The collaboration with computers are changing. For decades, we have been giving tasks to computers and waited for their answer. This is slowly changing so that we start to collaborate with computers and even expect computers to take the initiative. The developments behind this is in machine learning and human language understanding. We no longer only index information and search it with free text. Nowadays, we can build a computer understanding information. This information includes everything from IoT data points to human created documents and data from other AI systems. This enables building an insight engine that can help us formulate the right question or even giving us insight based on information to a question we never ask. This will revolutionize how we handle our information how we interact with our user interfaces.

We will see virtual private assistants that users will be happy to use and train so that they can help us to use information like never before in our daily live. Google Now, in its current form, is merely the first step of something like this, being active towards bringing information to the user.

Search-driven analytics

The way we use and interact with data is changing. With collected information about pretty much anything, we have almost any information right at our fingertips and need effective ways to learn from this – in real time. In 2017, we will see a shift away from classic BI systems towards search-driven evolutions of this. We already have Kibana Dashboards with TimeLion and ThoughtSpot but these are only the first examples of how search is revolutionizing how we interact with data. Advanced analytics available for anyone within the organization, to get answers and predictions directly in graphs and diagrams, is what 2017 insights will be all about.

Conversational UIs

We have seen the rise of Chatbots in 2016. In 2017, this trend will also take on how we interact with enterprise systems. A smart conversational user interface builds on top of the same foundations as an enterprise search platform. It is highly personalized, contextually smart and builds its answers from information in various systems and information in many forms.

Imagine discussing future business focus areas with a machine that challenges us in our ideas and backs everything with data based facts. Imagine your enterprise search responding to your search with a question asking you to detail what you actually are achieving.

 

What are your thoughts on the future developement?

How do you see the 2017 change the way we interact with our information? Comment or reach out in other ways to discuss this further and have a Happy Year 2017!

 

Written by: Ivar Ekman

Elastic Stack 5.0 is released

At a first glance, the major Elasticsearch version bump might seem frightening. Going from version 2.4.x to 5.0 is a big jump, but there’s no need to worry. The main reason is to align versions between the different products in the stack. Having all products on the same version will make it a lot easier to handle future upgrades and simplify the overall experience for both new and existing users.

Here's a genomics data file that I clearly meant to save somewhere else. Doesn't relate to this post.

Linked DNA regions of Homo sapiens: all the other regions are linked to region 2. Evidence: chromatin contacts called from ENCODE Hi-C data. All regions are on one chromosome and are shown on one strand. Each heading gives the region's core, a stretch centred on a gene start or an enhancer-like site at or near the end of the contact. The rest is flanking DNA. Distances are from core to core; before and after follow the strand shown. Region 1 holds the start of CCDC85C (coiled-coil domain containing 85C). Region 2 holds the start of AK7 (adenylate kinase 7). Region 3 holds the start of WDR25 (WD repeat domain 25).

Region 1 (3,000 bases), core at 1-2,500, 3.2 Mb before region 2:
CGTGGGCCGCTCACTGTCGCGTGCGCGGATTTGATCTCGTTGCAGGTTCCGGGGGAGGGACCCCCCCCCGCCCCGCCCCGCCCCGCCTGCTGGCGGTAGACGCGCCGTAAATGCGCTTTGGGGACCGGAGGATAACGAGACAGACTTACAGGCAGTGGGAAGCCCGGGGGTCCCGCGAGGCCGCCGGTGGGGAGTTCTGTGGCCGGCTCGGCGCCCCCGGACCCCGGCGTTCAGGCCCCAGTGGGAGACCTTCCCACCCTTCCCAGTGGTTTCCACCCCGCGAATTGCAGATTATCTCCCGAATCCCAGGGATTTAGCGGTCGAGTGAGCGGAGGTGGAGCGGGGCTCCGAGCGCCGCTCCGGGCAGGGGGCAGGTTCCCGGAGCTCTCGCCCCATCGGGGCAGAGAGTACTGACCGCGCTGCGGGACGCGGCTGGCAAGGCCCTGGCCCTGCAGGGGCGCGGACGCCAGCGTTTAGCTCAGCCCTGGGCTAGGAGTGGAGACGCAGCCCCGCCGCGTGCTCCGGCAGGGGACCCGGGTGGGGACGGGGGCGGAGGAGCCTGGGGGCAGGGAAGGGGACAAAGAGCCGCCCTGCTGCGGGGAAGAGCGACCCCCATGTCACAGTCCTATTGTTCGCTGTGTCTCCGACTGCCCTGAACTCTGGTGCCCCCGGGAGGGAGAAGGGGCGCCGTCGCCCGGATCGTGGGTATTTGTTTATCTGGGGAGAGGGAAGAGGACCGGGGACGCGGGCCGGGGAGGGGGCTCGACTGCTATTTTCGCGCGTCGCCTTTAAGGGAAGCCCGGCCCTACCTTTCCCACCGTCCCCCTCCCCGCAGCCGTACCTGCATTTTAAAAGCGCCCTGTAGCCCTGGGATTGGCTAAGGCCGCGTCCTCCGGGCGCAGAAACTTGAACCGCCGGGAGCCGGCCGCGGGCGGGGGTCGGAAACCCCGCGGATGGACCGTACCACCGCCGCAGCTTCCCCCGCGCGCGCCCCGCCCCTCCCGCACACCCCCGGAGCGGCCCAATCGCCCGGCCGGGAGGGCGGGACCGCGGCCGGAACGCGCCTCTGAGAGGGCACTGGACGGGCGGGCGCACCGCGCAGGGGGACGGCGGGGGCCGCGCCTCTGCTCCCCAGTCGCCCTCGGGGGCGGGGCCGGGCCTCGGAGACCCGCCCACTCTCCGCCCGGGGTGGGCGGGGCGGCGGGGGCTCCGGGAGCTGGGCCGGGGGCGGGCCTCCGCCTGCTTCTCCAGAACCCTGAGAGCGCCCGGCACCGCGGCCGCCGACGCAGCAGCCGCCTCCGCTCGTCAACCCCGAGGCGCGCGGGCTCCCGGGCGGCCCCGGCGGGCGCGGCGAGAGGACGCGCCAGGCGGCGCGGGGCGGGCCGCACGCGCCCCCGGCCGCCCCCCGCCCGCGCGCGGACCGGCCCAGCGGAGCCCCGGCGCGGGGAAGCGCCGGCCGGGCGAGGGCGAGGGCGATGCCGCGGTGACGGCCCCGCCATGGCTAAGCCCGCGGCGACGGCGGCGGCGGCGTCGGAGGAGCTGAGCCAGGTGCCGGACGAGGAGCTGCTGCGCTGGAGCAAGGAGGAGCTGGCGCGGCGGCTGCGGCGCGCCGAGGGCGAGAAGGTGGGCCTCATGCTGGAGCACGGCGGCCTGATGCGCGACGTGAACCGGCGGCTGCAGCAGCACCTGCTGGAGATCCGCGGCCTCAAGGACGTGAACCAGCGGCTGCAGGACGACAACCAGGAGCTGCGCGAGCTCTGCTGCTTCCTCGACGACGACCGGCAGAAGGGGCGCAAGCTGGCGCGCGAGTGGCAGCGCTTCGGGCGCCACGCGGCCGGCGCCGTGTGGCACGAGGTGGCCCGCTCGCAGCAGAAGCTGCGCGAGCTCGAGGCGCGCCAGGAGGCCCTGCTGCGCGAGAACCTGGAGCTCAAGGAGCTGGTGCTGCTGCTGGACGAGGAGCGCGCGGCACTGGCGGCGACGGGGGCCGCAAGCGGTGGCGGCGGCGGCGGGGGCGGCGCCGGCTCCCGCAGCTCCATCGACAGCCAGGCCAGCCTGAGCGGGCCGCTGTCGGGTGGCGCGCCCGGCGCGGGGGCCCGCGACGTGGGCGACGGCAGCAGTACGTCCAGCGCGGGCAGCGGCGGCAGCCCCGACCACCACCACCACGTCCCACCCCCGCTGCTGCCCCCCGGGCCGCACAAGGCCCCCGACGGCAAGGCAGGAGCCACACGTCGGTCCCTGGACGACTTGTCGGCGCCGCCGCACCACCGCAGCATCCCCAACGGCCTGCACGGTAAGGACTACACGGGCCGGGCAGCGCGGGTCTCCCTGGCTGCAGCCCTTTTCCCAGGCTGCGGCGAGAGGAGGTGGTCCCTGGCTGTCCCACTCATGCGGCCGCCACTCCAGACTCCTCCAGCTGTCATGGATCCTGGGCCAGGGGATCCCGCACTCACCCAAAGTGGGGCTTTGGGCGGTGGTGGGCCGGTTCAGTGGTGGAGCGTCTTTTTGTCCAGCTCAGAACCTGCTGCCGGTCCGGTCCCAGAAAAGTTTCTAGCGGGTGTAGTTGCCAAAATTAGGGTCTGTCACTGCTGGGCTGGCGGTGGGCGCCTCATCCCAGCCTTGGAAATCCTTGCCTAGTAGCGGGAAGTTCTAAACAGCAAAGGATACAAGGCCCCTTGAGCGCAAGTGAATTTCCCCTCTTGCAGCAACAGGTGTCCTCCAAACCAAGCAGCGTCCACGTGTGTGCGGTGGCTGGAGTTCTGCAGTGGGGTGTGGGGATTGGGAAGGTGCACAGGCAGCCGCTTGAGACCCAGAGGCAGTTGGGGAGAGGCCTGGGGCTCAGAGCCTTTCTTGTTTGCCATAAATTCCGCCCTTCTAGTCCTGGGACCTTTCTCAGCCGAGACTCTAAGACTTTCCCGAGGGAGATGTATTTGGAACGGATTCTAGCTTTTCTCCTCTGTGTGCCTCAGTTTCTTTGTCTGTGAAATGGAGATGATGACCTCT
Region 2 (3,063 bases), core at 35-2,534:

All products in the stack have been updated, some more than others. Here are a few highlights regarding Elasticsearch 5.0 that we recommend you to read before upgrading. Or schedule an appointment with us and we’ll help you out!

New relevance model

Elasticsearch prior version 5 used the default scoring algorithm TF/IDF. From now on the default algorithm is BM25.

Depending on the nature of your indexed information, a re-index operation might give you slightly different results and most likely more relevant.

Re-index from remote

This new feature of the Elasticsearch API is really useful when for example upgrading from old clusters. By specifying a remote cluster in the API call, you can easily transfer old documents to your newly created 5.0 cluster without going through a rolling node upgrade procedure.

Ingest Node

There’s a new node type in town. Starting from version 5.0, Elasticsearch gives you the possibility to do simple data manipulation within a running cluster prior indexing. This is useful if you prefer a more simplistic architecture without Logstash instances, but still require to do some alterations to your data.

Most core processors found in Logstash are available. Often used ones include:

  • Date Processor
  • Convert processor
  • Grok Processor
  • Rename Processor
  • JSON Processor

Search and Aggregations

The search API has been refactored to be more clever regarding which indices are hit, but also if aggregations need to be recalculated or not when issuing range queries. By looking at when indices were last modified, range aggregations can be cached and only recalculated if really needed. This improvement is really useful for the typical log analytic case with time series data. You will notice speed improvements in your Kibana dashboards.

New data structures